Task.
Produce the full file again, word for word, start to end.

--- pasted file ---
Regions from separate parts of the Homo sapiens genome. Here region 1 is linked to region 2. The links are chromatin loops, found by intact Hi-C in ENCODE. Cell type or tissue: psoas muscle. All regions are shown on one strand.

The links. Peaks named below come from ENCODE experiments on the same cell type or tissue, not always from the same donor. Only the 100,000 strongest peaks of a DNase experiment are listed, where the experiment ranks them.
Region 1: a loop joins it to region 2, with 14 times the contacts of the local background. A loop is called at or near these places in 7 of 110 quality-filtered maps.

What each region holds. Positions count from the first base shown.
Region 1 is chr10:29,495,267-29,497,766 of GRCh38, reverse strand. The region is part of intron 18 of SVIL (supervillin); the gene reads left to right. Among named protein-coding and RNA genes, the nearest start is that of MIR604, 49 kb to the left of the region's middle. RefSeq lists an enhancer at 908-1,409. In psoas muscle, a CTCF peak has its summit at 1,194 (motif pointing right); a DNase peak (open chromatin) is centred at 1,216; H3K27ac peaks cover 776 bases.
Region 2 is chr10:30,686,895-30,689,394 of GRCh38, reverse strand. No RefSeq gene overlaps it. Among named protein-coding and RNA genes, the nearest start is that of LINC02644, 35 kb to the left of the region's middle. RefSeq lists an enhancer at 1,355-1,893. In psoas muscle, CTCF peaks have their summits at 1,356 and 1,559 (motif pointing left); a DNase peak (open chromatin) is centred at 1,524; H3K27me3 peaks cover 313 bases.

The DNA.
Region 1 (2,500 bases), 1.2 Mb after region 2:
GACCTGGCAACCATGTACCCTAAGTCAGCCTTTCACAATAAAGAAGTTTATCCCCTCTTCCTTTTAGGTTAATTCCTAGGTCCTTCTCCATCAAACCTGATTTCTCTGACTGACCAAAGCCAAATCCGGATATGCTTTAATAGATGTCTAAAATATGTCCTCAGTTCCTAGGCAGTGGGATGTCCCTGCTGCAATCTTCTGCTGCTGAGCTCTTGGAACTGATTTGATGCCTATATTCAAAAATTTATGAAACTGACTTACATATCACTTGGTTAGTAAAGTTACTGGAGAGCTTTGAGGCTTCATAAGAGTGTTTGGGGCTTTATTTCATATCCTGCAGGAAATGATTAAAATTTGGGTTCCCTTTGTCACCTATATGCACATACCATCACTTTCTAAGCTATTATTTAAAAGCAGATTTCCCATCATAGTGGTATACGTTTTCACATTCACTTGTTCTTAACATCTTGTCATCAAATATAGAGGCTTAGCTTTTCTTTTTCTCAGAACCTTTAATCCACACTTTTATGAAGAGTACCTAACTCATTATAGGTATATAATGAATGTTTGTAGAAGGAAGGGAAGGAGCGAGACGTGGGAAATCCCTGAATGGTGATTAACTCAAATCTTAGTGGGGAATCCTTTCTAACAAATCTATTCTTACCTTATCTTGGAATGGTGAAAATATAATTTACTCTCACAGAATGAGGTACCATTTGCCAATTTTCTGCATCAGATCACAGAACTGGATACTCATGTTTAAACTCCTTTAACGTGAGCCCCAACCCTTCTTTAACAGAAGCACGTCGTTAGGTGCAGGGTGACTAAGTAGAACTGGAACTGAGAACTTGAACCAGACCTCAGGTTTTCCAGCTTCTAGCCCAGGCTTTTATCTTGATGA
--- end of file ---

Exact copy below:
Regions from separate parts of the Homo sapiens genome. Here region 1 is linked to region 2. The links are chromatin loops, found by intact Hi-C in ENCODE. Cell type or tissue: psoas muscle. All regions are shown on one strand.

The links. Peaks named below come from ENCODE experiments on the same cell type or tissue, not always from the same donor. Only the 100,000 strongest peaks of a DNase experiment are listed, where the experiment ranks them.
Region 1: a loop joins it to region 2, with 14 times the contacts of the local background. A loop is called at or near these places in 7 of 110 quality-filtered maps.

What each region holds. Positions count from the first base shown.
Region 1 is chr10:29,495,267-29,497,766 of GRCh38, reverse strand. The region is part of intron 18 of SVIL (supervillin); the gene reads left to right. Among named protein-coding and RNA genes, the nearest start is that of MIR604, 49 kb to the left of the region's middle. RefSeq lists an enhancer at 908-1,409. In psoas muscle, a CTCF peak has its summit at 1,194 (motif pointing right); a DNase peak (open chromatin) is centred at 1,216; H3K27ac peaks cover 776 bases.
Region 2 is chr10:30,686,895-30,689,394 of GRCh38, reverse strand. No RefSeq gene overlaps it. Among named protein-coding and RNA genes, the nearest start is that of LINC02644, 35 kb to the left of the region's middle. RefSeq lists an enhancer at 1,355-1,893. In psoas muscle, CTCF peaks have their summits at 1,356 and 1,559 (motif pointing left); a DNase peak (open chromatin) is centred at 1,524; H3K27me3 peaks cover 313 bases.

The DNA.
Region 1 (2,500 bases), 1.2 Mb after region 2:
GACCTGGCAACCATGTACCCTAAGTCAGCCTTTCACAATAAAGAAGTTTATCCCCTCTTCCTTTTAGGTTAATTCCTAGGTCCTTCTCCATCAAACCTGATTTCTCTGACTGACCAAAGCCAAATCCGGATATGCTTTAATAGATGTCTAAAATATGTCCTCAGTTCCTAGGCAGTGGGATGTCCCTGCTGCAATCTTCTGCTGCTGAGCTCTTGGAACTGATTTGATGCCTATATTCAAAAATTTATGAAACTGACTTACATATCACTTGGTTAGTAAAGTTACTGGAGAGCTTTGAGGCTTCATAAGAGTGTTTGGGGCTTTATTTCATATCCTGCAGGAAATGATTAAAATTTGGGTTCCCTTTGTCACCTATATGCACATACCATCACTTTCTAAGCTATTATTTAAAAGCAGATTTCCCATCATAGTGGTATACGTTTTCACATTCACTTGTTCTTAACATCTTGTCATCAAATATAGAGGCTTAGCTTTTCTTTTTCTCAGAACCTTTAATCCACACTTTTATGAAGAGTACCTAACTCATTATAGGTATATAATGAATGTTTGTAGAAGGAAGGGAAGGAGCGAGACGTGGGAAATCCCTGAATGGTGATTAACTCAAATCTTAGTGGGGAATCCTTTCTAACAAATCTATTCTTACCTTATCTTGGAATGGTGAAAATATAATTTACTCTCACAGAATGAGGTACCATTTGCCAATTTTCTGCATCAGATCACAGAACTGGATACTCATGTTTAAACTCCTTTAACGTGAGCCCCAACCCTTCTTTAACAGAAGCACGTCGTTAGGTGCAGGGTGACTAAGTAGAACTGGAACTGAGAACTTGAACCAGACCTCAGGTTTTCCAGCTTCTAGCCCAGGCTTTTATCTTGATGA